THE WHITECHAPEL MURDERS
                          TO THE EDITOR OF THE TIMES

                          Sir,

                          I have noticed no remark about Dr. Phillips withholding the description of the wounds.

                          By the Statute de Coronatore, the coroner is bound to inquire the nature, character, and size of every wound on a dead body and to enter the same on the roll.

                          Originally this was done super visum corporis, and the necessity of viewing the corpse thus arises, for it is the coroner's duty to explain the effect of the wounds and any appearances there may be. This is also a reason why the inquest should be commenced as soon as possible before any marks can be effaced, and even before it is moved.

                          In this case, had Dr. Phillips's evidence been given at once, as it ought to have been, and as I should have insisted, I think "Leather Apron" should not have been arrested. The criminal is probably a person making research from motives of science or curiosity, and not a drunken loafer. If the body had not been washed, and it is a contempt of the coroner's court to do so, there would probably have appeared on the body some finger mark, which would have been very useful.

                          The object of the inquest is to preserve the evidences of a crime, if any. Until some person is charged, the justices of the peace cannot act. Their function is to say whether a prima facie case has been made out against the prisoner. A prisoner may not be caught until the evidences of death have disappeared. It is, then, the duty of the coroner to register all the marks which there may be in case of death.

                          In Perryman's case, which depended upon the marks and bruises, I consider that the coroner did not take down the marks correctly, as proved by medical witnesses afterwards; and though I convinced Mr. Justice Stephen that there was some doubt in the case, causing Perryman to be respited during Her Majesty's pleasure and his execution commuted to imprisonment, I consider that had all the marks been examined soon after death, there must have been found hand marks on the top of the head if his mother were murdered, and none if, as I contended, she committed suicide. At the first inquest these marks would have been visible; at the trial before the Judge they would have been lost in post mortem discoloration. I did not come into the case until after condemnation and judgement. There was no evidence as to the marks on the top of the head.

                          Yours &c.
                          Rowland Addams Williams
                          Late deputy coroner for Crickhowell, Breconshire.
                          London, Sept. 22.

                          Comment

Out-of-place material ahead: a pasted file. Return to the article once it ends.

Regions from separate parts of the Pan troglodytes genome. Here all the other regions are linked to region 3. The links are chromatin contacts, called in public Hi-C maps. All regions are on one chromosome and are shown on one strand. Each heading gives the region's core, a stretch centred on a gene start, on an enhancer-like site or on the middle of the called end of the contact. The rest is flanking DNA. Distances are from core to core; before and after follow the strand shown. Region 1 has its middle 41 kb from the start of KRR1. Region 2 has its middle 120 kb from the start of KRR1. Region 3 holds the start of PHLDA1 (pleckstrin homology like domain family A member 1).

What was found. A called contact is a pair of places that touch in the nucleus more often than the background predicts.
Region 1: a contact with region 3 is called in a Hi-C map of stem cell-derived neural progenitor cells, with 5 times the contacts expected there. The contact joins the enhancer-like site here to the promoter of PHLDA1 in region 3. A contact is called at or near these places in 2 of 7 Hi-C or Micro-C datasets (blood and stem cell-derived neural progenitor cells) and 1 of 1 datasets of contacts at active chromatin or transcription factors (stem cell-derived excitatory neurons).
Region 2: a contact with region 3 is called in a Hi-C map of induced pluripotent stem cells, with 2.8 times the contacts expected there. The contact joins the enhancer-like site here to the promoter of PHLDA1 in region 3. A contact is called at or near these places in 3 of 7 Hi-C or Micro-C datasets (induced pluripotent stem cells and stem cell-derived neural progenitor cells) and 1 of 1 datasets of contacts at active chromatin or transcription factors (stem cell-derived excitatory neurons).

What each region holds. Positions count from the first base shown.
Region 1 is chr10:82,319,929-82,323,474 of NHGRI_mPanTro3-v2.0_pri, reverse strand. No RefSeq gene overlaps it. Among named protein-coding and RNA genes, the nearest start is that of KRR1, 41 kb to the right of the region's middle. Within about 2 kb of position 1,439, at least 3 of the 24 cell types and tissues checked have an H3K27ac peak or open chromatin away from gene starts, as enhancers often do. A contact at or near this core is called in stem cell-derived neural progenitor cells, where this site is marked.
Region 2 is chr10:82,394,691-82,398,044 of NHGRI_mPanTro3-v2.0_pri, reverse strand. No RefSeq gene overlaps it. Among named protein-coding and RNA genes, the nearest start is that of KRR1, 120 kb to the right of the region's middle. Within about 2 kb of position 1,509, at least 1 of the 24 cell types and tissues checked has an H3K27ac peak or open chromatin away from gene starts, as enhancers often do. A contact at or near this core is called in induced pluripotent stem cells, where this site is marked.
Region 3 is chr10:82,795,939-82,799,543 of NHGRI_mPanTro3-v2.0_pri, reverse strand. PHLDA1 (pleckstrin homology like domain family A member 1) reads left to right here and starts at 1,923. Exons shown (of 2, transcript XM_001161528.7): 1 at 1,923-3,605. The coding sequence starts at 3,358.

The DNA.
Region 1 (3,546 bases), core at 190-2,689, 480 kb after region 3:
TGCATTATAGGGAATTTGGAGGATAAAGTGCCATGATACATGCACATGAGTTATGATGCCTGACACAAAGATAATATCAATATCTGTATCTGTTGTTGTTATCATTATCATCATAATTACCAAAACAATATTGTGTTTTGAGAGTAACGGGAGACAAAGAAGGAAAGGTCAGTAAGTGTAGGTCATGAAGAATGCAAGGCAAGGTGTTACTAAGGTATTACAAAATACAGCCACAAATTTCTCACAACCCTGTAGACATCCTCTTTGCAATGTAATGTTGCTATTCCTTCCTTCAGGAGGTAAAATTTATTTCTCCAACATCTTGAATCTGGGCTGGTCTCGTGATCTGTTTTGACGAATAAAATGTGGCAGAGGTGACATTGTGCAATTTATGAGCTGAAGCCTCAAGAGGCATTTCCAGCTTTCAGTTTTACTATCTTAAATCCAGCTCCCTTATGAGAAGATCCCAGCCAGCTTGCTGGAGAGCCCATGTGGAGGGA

• #14
                            Nothing specifically to do with Rowlands opinion, but there were criticisms in the press over the sudden closing of the Kelly inquest. This paragraph in particular is one I recall. Some years ago I did discuss the accusations contained in this article with David Orsam, if I recall correctly he thought the details in the article were incorrect.

                            SUDDENLY CLOSING THE INQUEST,
                            Dr. Macdonald stated that the duty of the jury was merely to ascertain the cause of death, but the common law, since Edward I., has declared that in the language of the declaratory statute, "all the injuries of the body, also all wounds, ought to be viewed; and the length, breadth, and deepness, with what weapon, and in what part of the body the wound or hurt is; and how many be culpable, and how many wounds there be, and who gave the wounds - all which things must be enrolled in the roll of the coroner's." No question was put as to any of these points.
                            https://www.casebook.org/press_repor...r/s881114.html


                            In my opinion David took a narrow view explaining that while Macdonald did the absolute minimum his inquest was perfectly sound.
                            I still have my doubts, not to suggest there were illicit goings-on, but more along the lines that he didn't choose to waste anymore time on what was patently obvious to him, the how, where & by what means she was murdered.
                            Regards, Jon S.

                            Comment


                            • #15
                              I've been arguing for years the Kelly inquest was pressured to stop in for ex. No PC in Dorset St thread.
                              I have other reasons but for one, after Barnett - if I remember correctly, the first witness, it was already understood Dr. Phillips was going to testify in another day.
                              The doctor was getting paid to do the post-mortem and testify about it but instead he only talked about his observations when inside Kelly's room.

                              As Williams argued the inquests with no suspect, no trial, was also a vehicle to gather sworn info about a murder/manslaughter. A murder\manslaughter changed the inquests. The "who,where when and how" where under the broader aim the "facts and circumstances" about the case. Most of the police's testimony for ex. had no or little bearing on the "who, where when and how", for ex. Halse,Collard, Abberline,Chandler,Long.

                              The inquest had to share the "who, where when and how" with the registrar (GRO).
                              Last edited by Varqm; 10-25-2021, 08:21 PM.
                              Clearly the first human laws (way older and already established) spawned organized religion's morality - from which it's writers only copied/stole,ex. you cannot kill,rob,steal (forced,it started civil society).
                              M. Pacana

                              Comment